I say “supposedly” because it wasn’t always there – in particular, someone had developed an annoying habit of leaving the bonus album out of export sets. Consequently, many Partch fans, myself included, were left feeling – shall we say? – somewhat robbed blind. Innova’s securing of the rights to issue Delusion on CD raised hopes that the bonus album would hitch a ride. Fat chance. Sony, bless their cotton socks, quickly put the mockers on that one, and Innova’s hopes - for a 2-CD Enclosure 6 including a resurrected bonus album – were dashed.

Now, along comes Enclosure 7, the final instalment of Innova’s invaluable publication of Partch archival material - the single stone which, if it doesn’t kill, then at least it mildly inconveniences my two birds, and in passing demonstrates beyond reasonable doubt that “some things come to he who waits”. Tourtelot’s treasurable film of Delusion has been safely secured onto DVD and – wonder of wonders! - the bonus album appears to have been liberated from its dungeon. However, albeit for differing reasons, neither is quite what it seems! So, let’s deal with these major “reissues” first.

As I’ve already given the low-down on the artistic side of the Delusion film in my Enclosure 4 review, here I’ll just pick up on the differences made by the re-mastering onto DVD. Enclosure 4 contains a straight transfer onto VHS of the original film which, by the look of it, was shot on common-or-garden 16 mm. “home movie” stock. To put it mildly, the image quality is hardly what you’d call good – or even “passable” - and the monaural soundtrack is of fairly grotty quality, the two being about as well synchronised as the dubbed dialogue on those old Italian “sword and sandals epics”.

In preparing the DVD edition, Innova’s number one option was to adopt a wholly non-interventionist approach. However, as the nose on your face will reliably inform you, this would have perpetuated those severe technical shortcomings. No doubt historical archivists would have been delighted by this, but I’m not so sure about the rest of us. It’s one thing putting up with all the murk when it’s Hobson’s choice, but another thing entirely when modern technology is dangling tempting remedial carrots before your very eyes.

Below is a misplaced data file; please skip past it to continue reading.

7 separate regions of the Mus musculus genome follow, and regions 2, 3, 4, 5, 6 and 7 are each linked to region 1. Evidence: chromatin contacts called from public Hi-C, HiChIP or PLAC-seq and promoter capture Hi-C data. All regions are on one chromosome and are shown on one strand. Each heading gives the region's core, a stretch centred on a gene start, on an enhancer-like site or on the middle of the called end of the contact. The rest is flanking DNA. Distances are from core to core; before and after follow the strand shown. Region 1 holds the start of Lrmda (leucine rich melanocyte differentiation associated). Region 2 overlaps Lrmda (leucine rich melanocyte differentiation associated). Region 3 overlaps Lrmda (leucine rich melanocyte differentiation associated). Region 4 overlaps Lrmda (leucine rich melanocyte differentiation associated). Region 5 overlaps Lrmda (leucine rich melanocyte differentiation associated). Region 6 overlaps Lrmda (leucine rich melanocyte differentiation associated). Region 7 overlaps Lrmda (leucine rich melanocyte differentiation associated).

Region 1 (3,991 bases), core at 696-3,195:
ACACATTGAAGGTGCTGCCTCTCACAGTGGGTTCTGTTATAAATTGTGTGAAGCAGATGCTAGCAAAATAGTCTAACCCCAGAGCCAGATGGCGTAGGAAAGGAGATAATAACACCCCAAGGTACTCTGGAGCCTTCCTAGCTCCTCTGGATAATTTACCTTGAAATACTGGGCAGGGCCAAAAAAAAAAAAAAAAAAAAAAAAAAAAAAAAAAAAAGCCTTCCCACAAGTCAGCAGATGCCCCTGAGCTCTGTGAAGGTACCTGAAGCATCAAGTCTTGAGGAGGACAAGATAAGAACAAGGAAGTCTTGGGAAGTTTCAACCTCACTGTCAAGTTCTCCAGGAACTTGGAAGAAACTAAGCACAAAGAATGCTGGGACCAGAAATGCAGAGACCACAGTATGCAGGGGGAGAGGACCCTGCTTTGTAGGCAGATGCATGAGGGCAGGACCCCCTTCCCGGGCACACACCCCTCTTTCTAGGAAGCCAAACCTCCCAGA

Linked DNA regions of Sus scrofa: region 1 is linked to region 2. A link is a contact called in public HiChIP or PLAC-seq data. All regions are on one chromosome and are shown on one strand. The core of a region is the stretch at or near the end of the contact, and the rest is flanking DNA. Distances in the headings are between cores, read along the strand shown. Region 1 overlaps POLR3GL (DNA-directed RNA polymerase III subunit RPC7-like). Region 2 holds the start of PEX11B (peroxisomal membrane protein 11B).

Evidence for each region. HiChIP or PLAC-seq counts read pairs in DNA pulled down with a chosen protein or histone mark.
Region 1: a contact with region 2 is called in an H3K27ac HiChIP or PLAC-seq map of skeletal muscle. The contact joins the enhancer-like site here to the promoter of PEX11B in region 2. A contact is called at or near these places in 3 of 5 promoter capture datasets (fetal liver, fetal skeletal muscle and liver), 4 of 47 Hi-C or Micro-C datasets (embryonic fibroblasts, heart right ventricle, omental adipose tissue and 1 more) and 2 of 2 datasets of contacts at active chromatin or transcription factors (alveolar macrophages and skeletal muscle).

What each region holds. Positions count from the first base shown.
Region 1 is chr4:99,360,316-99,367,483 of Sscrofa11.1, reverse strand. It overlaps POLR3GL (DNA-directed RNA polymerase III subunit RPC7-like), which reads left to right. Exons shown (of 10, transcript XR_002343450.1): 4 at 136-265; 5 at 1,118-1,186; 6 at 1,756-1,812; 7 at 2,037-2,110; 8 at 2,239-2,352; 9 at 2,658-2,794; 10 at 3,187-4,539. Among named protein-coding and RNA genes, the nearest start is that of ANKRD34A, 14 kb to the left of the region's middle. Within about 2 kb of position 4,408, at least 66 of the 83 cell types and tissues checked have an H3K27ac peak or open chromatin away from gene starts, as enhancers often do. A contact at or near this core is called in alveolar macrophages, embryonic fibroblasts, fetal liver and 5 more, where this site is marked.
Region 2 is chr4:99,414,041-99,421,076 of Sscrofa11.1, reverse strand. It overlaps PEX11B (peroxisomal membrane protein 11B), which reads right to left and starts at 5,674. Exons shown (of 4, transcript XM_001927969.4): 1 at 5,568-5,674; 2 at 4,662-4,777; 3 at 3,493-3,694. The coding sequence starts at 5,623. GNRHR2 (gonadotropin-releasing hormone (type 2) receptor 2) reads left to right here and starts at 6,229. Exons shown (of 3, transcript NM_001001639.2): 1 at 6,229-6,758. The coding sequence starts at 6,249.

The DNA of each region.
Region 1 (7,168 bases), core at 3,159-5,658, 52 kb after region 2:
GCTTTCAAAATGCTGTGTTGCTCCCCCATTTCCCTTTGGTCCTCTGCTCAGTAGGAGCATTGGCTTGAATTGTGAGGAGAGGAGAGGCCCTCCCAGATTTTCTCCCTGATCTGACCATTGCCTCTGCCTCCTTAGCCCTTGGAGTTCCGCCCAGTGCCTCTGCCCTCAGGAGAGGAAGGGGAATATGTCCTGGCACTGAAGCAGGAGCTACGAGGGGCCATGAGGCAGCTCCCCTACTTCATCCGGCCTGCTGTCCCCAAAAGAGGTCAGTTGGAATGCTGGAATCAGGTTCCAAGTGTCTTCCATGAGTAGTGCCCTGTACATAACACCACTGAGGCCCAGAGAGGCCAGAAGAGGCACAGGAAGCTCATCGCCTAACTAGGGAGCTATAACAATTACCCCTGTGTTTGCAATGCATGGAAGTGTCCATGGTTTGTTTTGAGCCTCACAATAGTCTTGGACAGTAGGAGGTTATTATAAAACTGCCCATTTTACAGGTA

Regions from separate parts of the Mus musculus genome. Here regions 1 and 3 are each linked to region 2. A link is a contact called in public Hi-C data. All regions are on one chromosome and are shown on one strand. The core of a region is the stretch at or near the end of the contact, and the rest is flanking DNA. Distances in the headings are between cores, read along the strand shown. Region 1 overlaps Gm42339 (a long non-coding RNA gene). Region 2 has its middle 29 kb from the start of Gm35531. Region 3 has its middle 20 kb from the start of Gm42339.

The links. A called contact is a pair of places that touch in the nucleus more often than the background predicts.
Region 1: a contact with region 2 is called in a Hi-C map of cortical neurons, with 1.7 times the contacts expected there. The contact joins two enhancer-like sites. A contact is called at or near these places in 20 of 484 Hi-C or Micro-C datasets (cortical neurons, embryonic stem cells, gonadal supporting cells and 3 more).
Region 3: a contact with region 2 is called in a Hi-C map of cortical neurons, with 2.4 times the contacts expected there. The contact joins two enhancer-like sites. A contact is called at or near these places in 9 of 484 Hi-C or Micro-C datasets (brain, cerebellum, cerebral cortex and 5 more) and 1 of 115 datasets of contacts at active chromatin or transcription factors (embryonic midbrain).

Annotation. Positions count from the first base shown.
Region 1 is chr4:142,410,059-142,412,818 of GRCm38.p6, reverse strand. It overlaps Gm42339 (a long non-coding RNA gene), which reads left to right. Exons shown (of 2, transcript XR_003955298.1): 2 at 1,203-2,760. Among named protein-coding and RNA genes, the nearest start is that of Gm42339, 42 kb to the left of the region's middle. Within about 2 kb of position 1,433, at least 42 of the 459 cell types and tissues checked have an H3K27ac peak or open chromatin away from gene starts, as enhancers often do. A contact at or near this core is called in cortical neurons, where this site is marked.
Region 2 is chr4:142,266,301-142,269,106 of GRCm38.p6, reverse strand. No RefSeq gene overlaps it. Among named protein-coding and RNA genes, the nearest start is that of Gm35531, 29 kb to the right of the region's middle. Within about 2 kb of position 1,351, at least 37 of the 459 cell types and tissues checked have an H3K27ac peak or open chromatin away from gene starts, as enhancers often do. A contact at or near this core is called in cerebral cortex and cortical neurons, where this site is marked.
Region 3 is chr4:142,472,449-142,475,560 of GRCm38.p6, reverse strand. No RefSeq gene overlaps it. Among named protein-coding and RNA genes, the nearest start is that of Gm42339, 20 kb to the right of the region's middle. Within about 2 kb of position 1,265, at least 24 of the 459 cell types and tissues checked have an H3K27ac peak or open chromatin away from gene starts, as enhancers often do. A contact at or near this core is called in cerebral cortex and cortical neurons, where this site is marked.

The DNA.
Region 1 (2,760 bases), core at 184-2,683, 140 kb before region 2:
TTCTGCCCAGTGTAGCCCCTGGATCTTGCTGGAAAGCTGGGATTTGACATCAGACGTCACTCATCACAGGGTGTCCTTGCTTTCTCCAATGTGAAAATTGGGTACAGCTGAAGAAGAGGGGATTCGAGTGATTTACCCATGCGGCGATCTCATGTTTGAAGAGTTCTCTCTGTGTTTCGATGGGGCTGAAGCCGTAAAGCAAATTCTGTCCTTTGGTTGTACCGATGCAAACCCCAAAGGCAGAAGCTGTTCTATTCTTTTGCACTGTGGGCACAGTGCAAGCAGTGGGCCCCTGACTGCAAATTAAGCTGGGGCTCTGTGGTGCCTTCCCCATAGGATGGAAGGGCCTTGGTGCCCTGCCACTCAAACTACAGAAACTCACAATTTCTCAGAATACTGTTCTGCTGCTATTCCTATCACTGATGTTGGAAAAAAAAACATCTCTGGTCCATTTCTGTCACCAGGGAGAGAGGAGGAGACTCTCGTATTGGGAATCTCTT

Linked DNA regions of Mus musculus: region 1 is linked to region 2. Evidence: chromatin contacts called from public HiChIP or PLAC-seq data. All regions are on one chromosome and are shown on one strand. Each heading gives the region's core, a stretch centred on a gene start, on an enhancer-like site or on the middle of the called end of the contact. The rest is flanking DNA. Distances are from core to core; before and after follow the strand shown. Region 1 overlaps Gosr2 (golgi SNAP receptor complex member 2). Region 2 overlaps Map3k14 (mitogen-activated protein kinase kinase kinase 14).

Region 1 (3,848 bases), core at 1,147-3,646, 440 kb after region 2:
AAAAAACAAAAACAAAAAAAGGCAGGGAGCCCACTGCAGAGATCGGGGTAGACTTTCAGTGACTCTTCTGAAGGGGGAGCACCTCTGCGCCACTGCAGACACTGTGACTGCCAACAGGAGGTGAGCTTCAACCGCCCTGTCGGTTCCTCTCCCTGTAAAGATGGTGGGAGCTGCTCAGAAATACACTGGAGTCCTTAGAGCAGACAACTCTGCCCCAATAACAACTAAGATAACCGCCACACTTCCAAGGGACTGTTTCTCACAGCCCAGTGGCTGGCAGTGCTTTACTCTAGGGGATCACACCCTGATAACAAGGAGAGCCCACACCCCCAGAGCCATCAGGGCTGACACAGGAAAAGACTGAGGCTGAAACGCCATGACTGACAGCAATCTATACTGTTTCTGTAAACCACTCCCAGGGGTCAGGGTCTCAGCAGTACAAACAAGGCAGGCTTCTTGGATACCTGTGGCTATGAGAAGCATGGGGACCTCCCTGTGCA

Innova, presumably mindful of the sensibilities of the majority, took the number two option. They have done an impressive job of cleaning up the visuals, in particular restoring the colours – which, certainly on the Enclosure 4 VHS/PAL tape, were positively pallid - to reasonably realistic intensities. Quite simply, it looks pounds better, and a very considerable improvement over my recommended remedy, for Enclosure 4, of cranking up the telly’s colour control to a level likely to induce oxygen deficiency.

Regarding the sound, Innova could simply have done a proprietary clean-up job on the original soundtrack. Certainly, this would have made it sound a bit less grotty, but it wouldn’t have done a thing for the synchronisation. However, here they had a further option. The day after the film was made, John McClure made an audio recording under studio conditions (see Enclosure 6). Because the tempi and overall playing times remained pretty consistent, it was technically feasible to replace the monaural soundtrack completely by this rich and detailed stereophonic recording.

Artistically, though, this option was somewhat controversial. The arguments pro. and con. are fairly obvious, so suffice it to say that, to the horror of those “historical archivists”, Innova decided to give it a go! In all fairness, it falls a long way short of artistic vandalism – quite the contrary, in fact: it makes a good deal of sense. Think about it: nobody bats an eyelid when old masters are restored, even though some of them are now almost devoid of their old masters’ original paintwork. All right, strictly speaking this option could be construed as a violation of Partch’s corporeal philosophy, but the artistic damage is minimal because the filmed performance turned out to be, in a very real sense, a dress rehearsal for the subsequent audio recording.